BHARAT SHARMA ACHARYA
Climate change is unambiguous for many, including climate pundits and policy makers, while a myth to some skeptics. These stratums are strong on the ground of their ponderings. Despite the debate, the current unprecedented increase of greenhouse gases is what can’t be neglected. According to the Intergovernmental Panel on Climate Change 2007, carbon dioxide has accelerated from pre-industrial value of 280 to 380 parts per million in 2005, and is expected to grow. The sheer necessity of present climate crisis is mitigation strategies for greenhouse gases (GHGs).
Climate mitigation strategies include reduction, offsetting and avoiding the emission of green house gases. Carbon repositories like forest or grassland are, therefore, crucial in reducing greenhouse gases emission and increasing resilience of ecosystem to adapt to changing climate. Grasslands can be exploited as potential sink to reduce atmospheric greenhouse gases.
Grasslands account for 27% of the total land area of Nepal together with shrub lands and savannas, according to Earth Trends, 2003. The importance of grasslands is entrenched in a range of ecosystem service. Grasslands provide habitat for a wide range of species, including endangered animals and migratory birds, fodder for livestock production, and cane and thatch for buildings to rural communities. The 7th Conference of Parties in Marrakkesh allows the inclusion of grazing land management as a mechanism to account and reduce anthropogenic emissions of greenhouse gases.
Grass harnesses the carbon released into atmosphere from industries and power plants, and incorporate it into their biomass which ends up into soil as soil organic matter. This carbon capture and storage is basically called as carbon sequestration. Carbon sequestration in grassland is rather cheap and technically feasible strategy of emission reduction. Neither do we need to install any equipment nor do we need to work exhaustively. The underlying principle to enhance soil carbon sequestration is to put more carbon input like roots, foliage or litter into the soil, whilst slowing down the decomposition rates of soil organic matter. Decomposition of soil organic matter by micro-organisms and soil fauna is critical because they have a propensity to release carbon dioxide gases back into the atmosphere. It has been reported that carbon sequestration in permanent pasture can potentially offset 4% of global greenhouse gas emission.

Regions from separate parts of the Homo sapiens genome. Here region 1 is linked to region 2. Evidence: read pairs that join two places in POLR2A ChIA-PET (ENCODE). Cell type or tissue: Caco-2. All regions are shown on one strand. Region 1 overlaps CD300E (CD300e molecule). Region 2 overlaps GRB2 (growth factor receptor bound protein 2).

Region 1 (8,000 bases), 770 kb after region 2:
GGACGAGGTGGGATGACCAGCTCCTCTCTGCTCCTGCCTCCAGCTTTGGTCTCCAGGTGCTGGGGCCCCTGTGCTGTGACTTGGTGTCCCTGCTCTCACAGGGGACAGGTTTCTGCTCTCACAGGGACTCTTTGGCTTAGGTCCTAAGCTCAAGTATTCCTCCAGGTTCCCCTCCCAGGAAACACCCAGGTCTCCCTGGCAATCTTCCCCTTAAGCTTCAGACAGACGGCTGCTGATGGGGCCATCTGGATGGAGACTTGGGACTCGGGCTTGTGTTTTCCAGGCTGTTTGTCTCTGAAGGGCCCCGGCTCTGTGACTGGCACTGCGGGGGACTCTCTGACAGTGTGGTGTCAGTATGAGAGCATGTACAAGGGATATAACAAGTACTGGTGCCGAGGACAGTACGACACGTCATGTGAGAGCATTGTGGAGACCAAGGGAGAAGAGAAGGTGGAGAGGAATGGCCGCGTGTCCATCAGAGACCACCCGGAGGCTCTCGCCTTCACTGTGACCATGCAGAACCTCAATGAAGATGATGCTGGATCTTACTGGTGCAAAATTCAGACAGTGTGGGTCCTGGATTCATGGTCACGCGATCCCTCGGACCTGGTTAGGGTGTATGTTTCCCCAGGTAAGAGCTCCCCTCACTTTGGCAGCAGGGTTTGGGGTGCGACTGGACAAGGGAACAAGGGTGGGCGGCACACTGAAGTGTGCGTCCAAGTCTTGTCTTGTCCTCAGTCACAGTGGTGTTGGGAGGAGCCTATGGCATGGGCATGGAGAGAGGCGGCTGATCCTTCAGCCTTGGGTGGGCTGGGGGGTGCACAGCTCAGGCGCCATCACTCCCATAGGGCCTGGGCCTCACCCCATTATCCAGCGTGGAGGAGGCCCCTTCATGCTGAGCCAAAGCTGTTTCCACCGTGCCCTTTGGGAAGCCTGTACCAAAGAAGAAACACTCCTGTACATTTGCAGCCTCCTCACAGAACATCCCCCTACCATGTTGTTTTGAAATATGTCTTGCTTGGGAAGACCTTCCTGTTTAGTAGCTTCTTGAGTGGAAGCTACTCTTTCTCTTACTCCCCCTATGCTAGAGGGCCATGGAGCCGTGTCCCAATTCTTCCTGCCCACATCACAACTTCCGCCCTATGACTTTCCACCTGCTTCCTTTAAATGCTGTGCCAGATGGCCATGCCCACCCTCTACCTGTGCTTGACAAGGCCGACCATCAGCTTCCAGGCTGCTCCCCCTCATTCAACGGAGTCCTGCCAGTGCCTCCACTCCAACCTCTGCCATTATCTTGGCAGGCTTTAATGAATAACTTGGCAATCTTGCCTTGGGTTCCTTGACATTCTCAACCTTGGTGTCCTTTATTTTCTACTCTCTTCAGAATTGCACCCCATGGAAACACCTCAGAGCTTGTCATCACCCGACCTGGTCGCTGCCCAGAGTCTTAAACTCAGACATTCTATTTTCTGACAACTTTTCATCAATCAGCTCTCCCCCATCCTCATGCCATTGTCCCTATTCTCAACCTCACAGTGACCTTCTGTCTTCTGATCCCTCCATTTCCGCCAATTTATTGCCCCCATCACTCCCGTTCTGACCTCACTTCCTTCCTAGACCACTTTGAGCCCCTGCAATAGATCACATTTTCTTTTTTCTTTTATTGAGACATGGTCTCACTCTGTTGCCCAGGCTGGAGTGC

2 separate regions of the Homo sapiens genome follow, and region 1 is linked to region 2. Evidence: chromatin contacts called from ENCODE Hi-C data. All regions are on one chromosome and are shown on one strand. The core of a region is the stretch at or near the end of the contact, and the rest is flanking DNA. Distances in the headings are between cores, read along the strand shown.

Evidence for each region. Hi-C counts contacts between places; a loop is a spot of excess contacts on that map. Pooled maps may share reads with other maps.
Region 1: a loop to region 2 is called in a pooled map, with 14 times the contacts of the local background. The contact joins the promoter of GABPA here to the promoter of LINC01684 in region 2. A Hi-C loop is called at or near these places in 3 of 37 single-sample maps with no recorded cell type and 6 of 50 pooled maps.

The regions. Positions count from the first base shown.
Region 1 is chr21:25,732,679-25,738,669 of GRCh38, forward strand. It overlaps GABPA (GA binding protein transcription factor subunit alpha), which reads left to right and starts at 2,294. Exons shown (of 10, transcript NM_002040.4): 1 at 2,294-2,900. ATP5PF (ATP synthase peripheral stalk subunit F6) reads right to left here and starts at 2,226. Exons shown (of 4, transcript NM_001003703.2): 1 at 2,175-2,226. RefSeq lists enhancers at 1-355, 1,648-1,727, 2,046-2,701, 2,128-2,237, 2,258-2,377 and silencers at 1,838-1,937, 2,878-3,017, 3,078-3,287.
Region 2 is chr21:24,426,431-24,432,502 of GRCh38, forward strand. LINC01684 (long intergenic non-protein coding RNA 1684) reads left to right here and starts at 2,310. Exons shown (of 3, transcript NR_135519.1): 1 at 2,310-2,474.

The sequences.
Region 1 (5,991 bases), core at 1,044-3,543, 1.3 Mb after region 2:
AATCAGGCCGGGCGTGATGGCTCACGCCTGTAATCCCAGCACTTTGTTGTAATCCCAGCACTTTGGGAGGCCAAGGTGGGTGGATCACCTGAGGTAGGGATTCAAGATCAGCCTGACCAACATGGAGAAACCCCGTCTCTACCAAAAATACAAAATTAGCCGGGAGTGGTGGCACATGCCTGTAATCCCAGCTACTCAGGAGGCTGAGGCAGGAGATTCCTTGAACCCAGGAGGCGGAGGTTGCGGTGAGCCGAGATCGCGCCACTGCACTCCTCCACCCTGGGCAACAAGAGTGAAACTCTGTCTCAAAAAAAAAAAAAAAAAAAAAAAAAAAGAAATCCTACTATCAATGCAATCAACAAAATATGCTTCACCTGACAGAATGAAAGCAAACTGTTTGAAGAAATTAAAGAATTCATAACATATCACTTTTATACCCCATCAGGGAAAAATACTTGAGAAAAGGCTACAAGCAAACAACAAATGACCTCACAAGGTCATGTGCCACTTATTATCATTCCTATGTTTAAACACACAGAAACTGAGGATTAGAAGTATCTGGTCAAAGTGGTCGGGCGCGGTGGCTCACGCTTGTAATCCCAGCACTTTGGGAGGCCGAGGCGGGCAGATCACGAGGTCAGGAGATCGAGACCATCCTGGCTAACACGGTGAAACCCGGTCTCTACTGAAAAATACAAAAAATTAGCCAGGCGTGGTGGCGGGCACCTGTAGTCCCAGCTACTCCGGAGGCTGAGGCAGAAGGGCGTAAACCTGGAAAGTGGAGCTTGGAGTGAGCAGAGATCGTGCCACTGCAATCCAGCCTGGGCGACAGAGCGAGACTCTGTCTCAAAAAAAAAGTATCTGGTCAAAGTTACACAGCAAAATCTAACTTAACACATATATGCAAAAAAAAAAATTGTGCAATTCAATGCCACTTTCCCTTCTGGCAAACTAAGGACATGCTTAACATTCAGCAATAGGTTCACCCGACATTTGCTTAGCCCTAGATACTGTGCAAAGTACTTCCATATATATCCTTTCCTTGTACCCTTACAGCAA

The management of grasslands is crucial to increase resilience of the ecosystem. Management options purposed to enhance carbon sequestration include fertilization, irrigation, inter-sowing of grass and legumes, introduction of deep-rooted species, conservation tillage, and crop rotation. Intensively managed and fertilized grassland is reported to hold higher carbon than less managed grasslands.
Grazing is an inseparable aspect of grasslands, and can stimulate tiller production, and cycling of carbon and nitrogen through incorporation of foliage and animal excreta. However, heavy traffic and overgrazing may reduce carbon stocks.
Grasslands in Nepal are either poorly managed or degraded. Many grassland habitats are threatened by invasion of woody plant species. Management commonly followed includes annual cutting and burning. They are deemed important in preventing succession of grasslands into forest, and hot burns during dry periods of the year. Taking an account of the amount of grass that go into the soil as carbon input after the cutting is fundamental for carbon sequestration. Fires are often considered devastating because they upshoot huge emissions of greenhouse gases.
Livestock grazing and stocking rate in rangelands of Nepal has been reported several times higher than their actual carrying capacity. In agricultural systems, cultivated grasslands exist where crop rotation is practiced. Cultivated grasslands, in many parts of the country, are frequently tilled ensuing huge loss of carbon through decomposition of soil organic matter. Moreover, transition of many natural types of grasslands into agricultural lands or concrete jungles have depleted antecedent carbon repositories; these all offer a range of carbon sequestration possibilities. There is an acute need for sustainable development, conservation and management of grasslands biome, but challenges still remain. It is necessary to develop policies that aim to provide economic incentives to farmers maintaining and managing cultivated grasslands. The state should prioritize the development of community grasslands, which enables people to manage and conserve their carbon sinks.
The studies on carbon storage potential of natural and cultivated grasslands of Nepal are limited. Long-term monitoring of soil carbon is necessary for scaling-up carbon sink capacities of different grasslands. Owing to huge potential of grasslands for mitigation of GHGs, we all need to act collaboratively with immaculate timing.
Acharya is conducting research on Carbon Sequestration in Denmark